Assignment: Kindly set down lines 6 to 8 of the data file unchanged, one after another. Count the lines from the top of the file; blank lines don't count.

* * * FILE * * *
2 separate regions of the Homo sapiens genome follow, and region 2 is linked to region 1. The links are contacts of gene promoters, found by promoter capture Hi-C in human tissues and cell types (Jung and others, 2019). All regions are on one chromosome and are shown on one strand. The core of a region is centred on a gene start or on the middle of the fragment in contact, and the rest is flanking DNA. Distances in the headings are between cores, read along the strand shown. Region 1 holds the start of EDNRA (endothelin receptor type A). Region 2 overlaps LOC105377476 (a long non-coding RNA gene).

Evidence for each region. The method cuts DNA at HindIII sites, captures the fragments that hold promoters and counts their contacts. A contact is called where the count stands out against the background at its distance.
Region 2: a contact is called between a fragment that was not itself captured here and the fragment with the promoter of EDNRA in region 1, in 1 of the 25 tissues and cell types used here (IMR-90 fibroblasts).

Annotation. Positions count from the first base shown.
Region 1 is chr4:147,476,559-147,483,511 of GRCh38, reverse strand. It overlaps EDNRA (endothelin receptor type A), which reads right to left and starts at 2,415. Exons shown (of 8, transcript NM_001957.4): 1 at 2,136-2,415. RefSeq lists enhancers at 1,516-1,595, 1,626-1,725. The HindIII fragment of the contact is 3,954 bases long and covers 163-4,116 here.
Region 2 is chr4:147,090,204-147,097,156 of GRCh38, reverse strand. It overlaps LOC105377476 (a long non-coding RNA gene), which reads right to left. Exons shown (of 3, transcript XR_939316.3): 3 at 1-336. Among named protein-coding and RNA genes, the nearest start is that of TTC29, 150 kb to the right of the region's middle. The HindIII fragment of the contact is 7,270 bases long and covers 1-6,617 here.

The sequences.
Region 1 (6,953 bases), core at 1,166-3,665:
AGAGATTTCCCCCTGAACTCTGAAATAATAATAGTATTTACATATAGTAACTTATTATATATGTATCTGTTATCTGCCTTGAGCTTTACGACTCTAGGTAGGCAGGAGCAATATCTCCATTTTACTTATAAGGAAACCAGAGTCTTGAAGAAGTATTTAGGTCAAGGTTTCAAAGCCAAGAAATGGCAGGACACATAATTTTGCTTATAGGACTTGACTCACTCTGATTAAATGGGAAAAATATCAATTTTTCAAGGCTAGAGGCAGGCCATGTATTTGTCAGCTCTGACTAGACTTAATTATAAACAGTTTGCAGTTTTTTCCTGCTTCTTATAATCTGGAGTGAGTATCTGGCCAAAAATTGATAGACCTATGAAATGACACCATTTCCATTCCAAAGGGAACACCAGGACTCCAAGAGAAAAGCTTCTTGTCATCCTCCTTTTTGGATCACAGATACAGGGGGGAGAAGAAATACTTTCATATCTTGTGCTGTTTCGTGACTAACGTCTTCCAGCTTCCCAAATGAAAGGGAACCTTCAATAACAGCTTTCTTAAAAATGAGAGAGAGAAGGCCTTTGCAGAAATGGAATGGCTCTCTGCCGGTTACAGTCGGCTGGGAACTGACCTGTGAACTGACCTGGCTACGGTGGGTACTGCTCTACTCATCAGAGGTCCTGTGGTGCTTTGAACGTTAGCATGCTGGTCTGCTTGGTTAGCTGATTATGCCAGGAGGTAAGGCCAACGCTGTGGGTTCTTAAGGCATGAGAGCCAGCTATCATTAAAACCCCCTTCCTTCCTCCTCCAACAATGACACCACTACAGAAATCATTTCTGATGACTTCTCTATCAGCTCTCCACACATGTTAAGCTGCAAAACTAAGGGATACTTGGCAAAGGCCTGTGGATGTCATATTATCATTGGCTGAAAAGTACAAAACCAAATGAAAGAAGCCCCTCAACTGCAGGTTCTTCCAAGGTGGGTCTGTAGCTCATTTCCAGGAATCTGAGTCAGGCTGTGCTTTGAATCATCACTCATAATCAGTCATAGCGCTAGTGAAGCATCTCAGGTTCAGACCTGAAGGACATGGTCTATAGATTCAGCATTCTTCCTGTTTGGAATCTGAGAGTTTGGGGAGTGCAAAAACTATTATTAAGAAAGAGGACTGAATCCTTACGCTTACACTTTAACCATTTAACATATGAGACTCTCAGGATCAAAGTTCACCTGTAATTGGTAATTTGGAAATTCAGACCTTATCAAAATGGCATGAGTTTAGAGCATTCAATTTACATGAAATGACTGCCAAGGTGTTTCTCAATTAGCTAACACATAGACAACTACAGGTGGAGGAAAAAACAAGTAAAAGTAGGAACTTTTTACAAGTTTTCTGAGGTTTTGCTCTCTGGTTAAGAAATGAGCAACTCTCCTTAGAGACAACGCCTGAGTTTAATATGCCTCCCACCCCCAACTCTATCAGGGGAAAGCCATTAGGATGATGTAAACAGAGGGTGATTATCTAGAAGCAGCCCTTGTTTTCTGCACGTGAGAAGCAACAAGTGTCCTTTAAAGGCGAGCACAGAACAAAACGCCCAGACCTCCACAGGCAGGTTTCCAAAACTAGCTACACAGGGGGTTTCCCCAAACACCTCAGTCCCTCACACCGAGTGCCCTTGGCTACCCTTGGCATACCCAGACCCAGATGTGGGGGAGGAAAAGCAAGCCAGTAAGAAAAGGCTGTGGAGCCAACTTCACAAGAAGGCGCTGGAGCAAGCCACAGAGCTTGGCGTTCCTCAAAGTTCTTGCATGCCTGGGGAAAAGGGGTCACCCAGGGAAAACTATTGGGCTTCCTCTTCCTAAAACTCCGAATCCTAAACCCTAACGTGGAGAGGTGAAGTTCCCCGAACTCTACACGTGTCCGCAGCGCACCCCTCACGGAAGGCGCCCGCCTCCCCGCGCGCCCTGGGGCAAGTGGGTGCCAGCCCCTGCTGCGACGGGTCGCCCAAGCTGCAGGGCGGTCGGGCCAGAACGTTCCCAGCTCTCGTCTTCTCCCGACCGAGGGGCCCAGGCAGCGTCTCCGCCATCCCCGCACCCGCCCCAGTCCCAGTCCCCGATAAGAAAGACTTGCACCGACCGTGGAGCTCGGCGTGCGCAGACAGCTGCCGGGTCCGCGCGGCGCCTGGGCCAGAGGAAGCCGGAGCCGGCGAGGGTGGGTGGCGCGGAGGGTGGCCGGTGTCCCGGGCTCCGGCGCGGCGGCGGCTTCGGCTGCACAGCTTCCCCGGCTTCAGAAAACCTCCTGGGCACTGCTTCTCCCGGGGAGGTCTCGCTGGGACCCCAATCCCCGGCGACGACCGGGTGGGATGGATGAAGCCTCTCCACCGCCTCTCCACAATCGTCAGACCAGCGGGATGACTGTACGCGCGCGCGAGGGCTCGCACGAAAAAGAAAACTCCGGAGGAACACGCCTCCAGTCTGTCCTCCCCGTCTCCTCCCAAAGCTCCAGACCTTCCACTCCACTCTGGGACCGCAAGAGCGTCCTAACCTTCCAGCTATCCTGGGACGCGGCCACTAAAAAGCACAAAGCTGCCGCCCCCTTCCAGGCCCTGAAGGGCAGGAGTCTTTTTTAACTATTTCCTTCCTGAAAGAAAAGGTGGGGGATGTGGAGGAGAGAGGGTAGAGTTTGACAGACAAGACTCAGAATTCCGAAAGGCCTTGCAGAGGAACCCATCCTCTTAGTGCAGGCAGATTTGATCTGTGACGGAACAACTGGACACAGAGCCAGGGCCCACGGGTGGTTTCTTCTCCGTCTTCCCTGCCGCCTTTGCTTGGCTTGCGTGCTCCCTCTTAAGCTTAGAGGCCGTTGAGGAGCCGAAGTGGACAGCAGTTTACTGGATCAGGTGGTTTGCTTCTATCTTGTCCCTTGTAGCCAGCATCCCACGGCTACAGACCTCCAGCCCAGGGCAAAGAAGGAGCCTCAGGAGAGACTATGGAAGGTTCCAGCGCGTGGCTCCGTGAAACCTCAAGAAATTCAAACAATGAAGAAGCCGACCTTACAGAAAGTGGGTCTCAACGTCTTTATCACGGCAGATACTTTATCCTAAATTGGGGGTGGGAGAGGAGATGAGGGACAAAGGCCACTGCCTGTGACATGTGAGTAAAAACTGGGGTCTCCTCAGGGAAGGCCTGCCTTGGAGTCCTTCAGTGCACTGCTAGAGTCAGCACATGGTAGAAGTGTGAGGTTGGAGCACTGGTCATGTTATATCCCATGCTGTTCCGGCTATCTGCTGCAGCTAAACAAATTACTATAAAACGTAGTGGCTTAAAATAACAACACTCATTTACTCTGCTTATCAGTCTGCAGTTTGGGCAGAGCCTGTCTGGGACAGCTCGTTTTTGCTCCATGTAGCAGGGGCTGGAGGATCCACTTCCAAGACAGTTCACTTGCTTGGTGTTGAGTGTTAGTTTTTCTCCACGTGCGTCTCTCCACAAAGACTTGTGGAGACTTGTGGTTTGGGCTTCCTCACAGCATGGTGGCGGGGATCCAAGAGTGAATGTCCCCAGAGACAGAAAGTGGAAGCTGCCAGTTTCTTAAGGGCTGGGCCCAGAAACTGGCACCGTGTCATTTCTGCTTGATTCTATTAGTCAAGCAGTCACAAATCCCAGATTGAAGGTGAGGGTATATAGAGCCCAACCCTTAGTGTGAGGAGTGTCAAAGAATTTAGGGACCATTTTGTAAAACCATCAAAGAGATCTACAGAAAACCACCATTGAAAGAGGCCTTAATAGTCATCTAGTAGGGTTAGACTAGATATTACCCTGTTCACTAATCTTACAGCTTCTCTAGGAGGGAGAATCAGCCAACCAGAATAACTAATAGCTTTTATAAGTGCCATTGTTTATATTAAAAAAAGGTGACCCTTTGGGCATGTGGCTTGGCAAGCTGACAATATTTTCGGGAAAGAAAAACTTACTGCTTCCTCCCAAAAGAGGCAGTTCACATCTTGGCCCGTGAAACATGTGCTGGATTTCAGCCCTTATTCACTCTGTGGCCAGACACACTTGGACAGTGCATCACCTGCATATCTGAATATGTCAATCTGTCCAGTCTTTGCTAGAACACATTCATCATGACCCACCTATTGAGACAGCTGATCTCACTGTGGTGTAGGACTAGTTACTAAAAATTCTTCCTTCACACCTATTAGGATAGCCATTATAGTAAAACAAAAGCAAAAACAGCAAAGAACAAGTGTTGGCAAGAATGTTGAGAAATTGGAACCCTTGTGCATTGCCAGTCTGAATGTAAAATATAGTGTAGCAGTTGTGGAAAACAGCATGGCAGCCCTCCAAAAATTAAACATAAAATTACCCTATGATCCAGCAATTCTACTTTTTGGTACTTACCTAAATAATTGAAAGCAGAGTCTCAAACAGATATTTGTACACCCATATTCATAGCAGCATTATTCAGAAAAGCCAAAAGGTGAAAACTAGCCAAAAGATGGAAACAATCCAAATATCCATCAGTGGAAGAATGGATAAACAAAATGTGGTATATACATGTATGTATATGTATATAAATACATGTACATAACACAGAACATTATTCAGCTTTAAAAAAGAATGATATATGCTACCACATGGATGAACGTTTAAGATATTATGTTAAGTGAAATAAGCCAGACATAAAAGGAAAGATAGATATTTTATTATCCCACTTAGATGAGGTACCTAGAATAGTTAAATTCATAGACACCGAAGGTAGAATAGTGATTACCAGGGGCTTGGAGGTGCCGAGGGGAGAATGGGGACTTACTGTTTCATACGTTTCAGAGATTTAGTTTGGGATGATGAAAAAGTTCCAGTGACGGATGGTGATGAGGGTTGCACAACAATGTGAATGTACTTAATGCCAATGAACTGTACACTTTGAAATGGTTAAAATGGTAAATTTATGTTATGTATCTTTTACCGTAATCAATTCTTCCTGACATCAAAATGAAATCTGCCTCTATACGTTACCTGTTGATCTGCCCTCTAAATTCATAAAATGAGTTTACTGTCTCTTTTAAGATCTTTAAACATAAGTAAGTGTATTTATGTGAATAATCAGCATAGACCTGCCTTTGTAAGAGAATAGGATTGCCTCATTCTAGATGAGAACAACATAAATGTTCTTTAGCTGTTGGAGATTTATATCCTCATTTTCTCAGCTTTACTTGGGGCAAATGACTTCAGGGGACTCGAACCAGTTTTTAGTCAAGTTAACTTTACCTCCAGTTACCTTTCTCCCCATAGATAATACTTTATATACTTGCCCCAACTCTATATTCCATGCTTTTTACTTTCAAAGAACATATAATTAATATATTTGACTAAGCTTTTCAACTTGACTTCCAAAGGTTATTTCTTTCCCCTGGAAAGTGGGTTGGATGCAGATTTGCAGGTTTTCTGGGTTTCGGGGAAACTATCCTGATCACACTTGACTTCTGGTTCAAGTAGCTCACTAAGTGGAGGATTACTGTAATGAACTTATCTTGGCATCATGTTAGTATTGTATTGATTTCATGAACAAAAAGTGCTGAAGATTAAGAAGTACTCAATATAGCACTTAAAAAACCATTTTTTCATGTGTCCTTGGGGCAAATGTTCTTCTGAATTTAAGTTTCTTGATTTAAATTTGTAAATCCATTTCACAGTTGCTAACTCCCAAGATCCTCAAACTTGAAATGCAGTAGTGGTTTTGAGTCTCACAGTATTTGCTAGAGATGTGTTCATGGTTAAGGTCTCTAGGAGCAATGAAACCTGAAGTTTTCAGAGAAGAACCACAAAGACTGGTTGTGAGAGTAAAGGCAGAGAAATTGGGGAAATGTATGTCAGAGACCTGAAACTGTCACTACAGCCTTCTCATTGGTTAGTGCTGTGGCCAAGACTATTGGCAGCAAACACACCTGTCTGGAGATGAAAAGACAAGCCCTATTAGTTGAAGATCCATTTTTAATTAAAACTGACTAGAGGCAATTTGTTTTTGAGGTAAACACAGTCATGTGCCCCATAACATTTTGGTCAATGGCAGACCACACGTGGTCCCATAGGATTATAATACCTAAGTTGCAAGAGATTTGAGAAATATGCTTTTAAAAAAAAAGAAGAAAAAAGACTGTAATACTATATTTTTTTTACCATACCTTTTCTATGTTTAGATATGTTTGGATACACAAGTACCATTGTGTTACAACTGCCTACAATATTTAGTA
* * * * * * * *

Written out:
Region 2 is chr4:147,090,204-147,097,156 of GRCh38, reverse strand. It overlaps LOC105377476 (a long non-coding RNA gene), which reads right to left. Exons shown (of 3, transcript XR_939316.3): 3 at 1-336. Among named protein-coding and RNA genes, the nearest start is that of TTC29, 150 kb to the right of the region's middle. The HindIII fragment of the contact is 7,270 bases long and covers 1-6,617 here.

The sequences.
Region 1 (6,953 bases), core at 1,166-3,665: